What Is Its Condition?
Next, take a good hard look at the condition of the machine. According to Sewing Machine Repair Tips, condition can have a dramatic effect on value. Your machine will fall into one of these categories:
- Excellent - A machine in this condition has very few small scratches or marks and has shiny paint and metalwork. All decals are present and undamaged.
- Very good - This machine shows some signs of gentle use, but it is functional and attractive. There may be a few medium-sized scratches and needle marks. There should be no rust, and all parts must be present.
- Good - Many antique Singers fall into this category. There may be a little rust and a few missing accessories. All major parts should be present, and the machine should function well.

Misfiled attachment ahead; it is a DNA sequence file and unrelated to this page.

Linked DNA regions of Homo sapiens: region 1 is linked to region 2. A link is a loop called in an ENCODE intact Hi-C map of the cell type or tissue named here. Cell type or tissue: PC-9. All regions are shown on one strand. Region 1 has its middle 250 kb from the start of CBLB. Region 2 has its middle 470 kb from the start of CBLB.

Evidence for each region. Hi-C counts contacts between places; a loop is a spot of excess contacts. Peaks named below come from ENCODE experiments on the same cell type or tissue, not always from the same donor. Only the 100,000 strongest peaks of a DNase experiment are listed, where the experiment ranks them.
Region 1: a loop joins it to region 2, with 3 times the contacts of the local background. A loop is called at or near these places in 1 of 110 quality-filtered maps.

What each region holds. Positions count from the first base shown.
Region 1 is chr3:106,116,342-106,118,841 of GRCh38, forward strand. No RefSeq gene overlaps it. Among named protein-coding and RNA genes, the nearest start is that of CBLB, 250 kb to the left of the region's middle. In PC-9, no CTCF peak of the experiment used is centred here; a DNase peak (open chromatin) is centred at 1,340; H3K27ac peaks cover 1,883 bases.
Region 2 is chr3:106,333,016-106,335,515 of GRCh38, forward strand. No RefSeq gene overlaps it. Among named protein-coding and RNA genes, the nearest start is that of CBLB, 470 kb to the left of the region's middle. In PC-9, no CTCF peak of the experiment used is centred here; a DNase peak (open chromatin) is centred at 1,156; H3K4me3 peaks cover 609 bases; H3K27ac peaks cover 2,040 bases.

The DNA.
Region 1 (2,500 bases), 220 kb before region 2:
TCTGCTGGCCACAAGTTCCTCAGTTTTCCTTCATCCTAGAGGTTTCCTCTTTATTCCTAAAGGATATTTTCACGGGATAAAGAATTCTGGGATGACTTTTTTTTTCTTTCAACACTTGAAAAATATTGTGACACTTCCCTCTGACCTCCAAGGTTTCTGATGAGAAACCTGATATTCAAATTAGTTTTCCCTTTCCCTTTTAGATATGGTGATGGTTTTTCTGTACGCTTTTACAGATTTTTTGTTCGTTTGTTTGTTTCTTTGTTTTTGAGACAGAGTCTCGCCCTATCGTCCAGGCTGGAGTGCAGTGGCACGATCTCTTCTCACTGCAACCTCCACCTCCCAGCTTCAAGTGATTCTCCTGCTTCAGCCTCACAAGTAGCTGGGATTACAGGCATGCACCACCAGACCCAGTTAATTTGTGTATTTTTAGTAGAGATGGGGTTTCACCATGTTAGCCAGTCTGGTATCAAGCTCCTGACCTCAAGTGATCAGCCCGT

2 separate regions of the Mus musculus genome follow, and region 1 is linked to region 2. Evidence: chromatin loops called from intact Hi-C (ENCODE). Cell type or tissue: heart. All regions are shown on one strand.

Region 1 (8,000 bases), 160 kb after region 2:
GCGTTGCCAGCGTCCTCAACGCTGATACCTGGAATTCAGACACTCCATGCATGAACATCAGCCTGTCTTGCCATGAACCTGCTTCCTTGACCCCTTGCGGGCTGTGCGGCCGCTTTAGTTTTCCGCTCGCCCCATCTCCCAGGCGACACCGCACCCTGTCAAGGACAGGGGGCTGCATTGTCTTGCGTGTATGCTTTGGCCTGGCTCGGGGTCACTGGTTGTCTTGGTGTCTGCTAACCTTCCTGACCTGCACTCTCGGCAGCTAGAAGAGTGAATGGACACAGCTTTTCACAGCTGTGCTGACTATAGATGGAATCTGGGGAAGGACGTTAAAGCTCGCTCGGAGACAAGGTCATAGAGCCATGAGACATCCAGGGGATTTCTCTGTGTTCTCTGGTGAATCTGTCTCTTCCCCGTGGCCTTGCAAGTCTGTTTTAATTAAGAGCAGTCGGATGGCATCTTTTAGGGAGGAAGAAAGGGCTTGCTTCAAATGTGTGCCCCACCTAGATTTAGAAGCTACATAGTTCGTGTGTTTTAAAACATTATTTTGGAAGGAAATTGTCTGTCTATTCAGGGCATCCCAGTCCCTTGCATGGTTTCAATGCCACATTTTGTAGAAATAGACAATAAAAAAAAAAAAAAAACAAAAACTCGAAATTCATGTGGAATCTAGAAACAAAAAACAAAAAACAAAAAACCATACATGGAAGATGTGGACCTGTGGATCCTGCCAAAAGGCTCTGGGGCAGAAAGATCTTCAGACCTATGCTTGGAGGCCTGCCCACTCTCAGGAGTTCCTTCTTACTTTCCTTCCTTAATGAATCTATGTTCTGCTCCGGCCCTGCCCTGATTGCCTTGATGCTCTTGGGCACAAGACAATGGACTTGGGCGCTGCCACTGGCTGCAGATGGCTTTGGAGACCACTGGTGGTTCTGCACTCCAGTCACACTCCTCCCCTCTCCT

- Fair - This machine shows significant wear, including worn or very damaged paint, some rust, and many missing accessories. The machine still functions. It's a good candidate for restoration.
- Poor - This machine is non-functional and very worn. It may not be repairable and may be good for machine parts only.
If you're thinking about selling your Singer, give it a quick sprucing up to make it look its best. Clean it carefully without using harsh products and gather all accessories and parts that someone might want. See if it functions, too, since people want a sewing machine that works.
How Desirable Is This Model?
The next factor is the desirability of the machine. How popular is it among collectors? Just because a machine is old does not make it a valuable antique. As you probably notice from the list of the most valuable Singer sewing machines, something has to make the machine special.